South Australia

Discover the diverse and rich wine regions of South Australia. From the winemakers of South Australia to the wineries and wine, uncover all that South Australia has to offer.

Discover the the wine regions of South Australia

Discover the the wine regions of South Australia with James Halliday's Wine Atlas of Australia

Victoria may have more wineries and regions, New South Wales more zones, and Western Australia may have the largest single zone, but South Australia still rightly calls itself the wine state. It has 42 per cent of the nation’s vineyards, is responsible for 46 per cent of the annual crush, makes more than 50 per cent of the annual wine output (it is a nett buyer of grapes and bulk wine from the other states), and is headquarters for five of the six largest wine groups in Australia.

It was not always thus: in 1889, at the height of Victoria’s production (before the onset of phylloxera), South Australia produced 2.29 million litres compared to Victoria’s 7.1 million litres. Federation (which removed state duties) and the progressive opening of the Riverland areas along the Murray River led to an all-time high share of 80 per cent by South Australia in 1946. By the 1980s South Australia’s contribution to the national make varied between 58 per cent and 65 per cent, according to the vagaries of vintage.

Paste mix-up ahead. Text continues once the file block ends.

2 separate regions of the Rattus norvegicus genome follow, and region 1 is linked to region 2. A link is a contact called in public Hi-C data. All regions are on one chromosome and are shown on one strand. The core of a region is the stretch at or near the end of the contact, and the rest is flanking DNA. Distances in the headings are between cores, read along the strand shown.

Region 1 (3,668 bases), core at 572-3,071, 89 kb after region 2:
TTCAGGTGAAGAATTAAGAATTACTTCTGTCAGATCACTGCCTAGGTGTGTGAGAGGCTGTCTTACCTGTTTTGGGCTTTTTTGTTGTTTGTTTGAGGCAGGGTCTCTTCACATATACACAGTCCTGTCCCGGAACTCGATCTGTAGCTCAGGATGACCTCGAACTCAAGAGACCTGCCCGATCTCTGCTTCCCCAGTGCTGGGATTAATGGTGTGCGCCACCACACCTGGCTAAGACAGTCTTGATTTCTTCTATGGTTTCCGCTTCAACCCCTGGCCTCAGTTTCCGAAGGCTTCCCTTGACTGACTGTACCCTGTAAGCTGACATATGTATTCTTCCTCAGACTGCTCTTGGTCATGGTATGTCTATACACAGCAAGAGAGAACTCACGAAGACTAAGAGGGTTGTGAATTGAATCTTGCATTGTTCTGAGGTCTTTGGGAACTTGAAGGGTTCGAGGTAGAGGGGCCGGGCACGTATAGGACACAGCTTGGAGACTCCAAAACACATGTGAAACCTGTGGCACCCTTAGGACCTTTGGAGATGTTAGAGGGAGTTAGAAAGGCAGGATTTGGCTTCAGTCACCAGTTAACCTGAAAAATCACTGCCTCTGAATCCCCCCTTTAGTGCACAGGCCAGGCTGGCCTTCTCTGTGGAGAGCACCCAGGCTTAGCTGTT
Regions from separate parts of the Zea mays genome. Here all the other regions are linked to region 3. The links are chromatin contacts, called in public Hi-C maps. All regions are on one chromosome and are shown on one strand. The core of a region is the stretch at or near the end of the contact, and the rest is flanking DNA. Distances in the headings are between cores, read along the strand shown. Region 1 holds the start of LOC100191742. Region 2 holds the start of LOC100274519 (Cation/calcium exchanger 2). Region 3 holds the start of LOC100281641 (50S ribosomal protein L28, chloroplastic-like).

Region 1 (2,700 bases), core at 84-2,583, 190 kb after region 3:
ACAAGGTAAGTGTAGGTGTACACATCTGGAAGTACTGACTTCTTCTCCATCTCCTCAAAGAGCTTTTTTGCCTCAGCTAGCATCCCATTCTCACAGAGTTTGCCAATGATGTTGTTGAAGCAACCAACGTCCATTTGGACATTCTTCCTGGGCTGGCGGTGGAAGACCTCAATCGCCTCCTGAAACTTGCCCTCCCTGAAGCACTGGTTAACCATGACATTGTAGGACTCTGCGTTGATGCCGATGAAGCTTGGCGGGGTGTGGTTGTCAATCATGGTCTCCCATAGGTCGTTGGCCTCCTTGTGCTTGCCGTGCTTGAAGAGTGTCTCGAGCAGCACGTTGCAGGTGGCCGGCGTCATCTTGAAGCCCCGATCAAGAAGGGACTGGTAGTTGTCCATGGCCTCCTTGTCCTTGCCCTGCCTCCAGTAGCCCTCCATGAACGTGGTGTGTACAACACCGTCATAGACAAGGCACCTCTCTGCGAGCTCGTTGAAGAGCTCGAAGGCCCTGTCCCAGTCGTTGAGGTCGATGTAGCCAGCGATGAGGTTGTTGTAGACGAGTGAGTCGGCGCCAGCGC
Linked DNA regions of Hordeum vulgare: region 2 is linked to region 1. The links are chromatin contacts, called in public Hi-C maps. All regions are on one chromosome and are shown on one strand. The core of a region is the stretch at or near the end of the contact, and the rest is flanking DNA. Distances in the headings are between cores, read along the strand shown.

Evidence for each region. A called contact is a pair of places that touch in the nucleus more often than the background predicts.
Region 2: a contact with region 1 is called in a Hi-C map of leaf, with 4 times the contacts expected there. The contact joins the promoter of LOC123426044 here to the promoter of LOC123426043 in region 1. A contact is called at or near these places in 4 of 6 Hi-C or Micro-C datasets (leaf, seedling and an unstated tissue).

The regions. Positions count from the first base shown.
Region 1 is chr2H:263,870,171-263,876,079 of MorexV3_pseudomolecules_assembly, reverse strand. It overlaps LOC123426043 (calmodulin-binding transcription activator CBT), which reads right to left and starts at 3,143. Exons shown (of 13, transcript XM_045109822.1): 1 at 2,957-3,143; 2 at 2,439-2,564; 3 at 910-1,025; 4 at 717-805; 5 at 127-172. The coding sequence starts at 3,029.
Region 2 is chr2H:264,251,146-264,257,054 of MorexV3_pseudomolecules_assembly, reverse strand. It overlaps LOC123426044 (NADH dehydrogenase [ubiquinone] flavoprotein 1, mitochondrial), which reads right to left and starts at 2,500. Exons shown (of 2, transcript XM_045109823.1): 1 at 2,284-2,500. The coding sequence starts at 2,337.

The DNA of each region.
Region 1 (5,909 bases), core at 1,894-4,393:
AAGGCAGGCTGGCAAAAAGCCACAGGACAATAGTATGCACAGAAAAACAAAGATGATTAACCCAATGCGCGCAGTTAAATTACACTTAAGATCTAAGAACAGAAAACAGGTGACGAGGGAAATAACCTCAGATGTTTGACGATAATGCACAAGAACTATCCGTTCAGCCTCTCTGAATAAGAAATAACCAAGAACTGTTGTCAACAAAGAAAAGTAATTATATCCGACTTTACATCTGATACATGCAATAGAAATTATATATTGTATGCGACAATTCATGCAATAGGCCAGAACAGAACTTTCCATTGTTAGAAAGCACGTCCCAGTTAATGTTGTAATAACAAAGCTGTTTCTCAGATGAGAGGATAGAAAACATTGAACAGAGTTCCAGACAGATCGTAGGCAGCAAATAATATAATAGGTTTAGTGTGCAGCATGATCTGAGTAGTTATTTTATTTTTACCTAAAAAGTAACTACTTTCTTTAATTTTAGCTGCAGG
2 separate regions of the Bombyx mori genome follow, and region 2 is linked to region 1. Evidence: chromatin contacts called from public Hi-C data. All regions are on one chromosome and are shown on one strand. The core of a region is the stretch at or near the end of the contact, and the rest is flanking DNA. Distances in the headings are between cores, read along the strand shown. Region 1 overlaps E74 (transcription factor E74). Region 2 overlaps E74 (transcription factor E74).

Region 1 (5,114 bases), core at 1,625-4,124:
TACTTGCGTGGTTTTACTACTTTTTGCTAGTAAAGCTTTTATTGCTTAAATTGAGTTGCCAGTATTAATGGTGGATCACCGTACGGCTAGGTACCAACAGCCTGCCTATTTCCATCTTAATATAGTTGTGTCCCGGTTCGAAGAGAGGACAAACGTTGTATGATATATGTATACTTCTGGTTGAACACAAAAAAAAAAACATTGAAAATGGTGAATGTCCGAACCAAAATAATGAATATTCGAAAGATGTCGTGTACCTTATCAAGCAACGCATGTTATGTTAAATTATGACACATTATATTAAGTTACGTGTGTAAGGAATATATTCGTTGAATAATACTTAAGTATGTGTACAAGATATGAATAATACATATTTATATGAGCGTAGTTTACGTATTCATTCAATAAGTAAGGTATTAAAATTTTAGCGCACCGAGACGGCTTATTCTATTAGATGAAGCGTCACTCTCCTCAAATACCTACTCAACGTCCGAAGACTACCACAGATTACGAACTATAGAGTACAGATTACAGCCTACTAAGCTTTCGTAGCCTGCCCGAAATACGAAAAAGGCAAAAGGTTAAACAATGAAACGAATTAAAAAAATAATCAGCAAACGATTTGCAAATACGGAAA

In 1991 it was responsible for 51 per cent of the crush, so it might seem there has been little change. In fact, in that year Australia made 394 million litres of wine; in 2004 the total was 1432 million litres. The size of the cake has grown exponentially, South Australia’s production with it.

With the exception of the Far North Zone (and its single region, the Southern Flinders Ranges), all the viticultural activity huddles in the extreme south-eastern corner of the state. This may suggest a degree of homogeneity in varietal choice and wine style, when nothing could be further from the truth.
Altitude, latitude and land forms interact with, and in some instances determine, regional and/or site specific climate; widely different soil types then join to help create terroir. So it is that fine sparkling wines are made in the cooler parts of the Adelaide Hills, less than an hour’s drive from the searingly hot Adelaide Plains, and only a little further from the home of Australia’s unique, unctuously rich, almost treacly Para Liqueur Vintage Tawny, the 100- year-old fortified wine first released when it has reached its centenary birthday.

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Special Value

Wines considered to offer special value for money.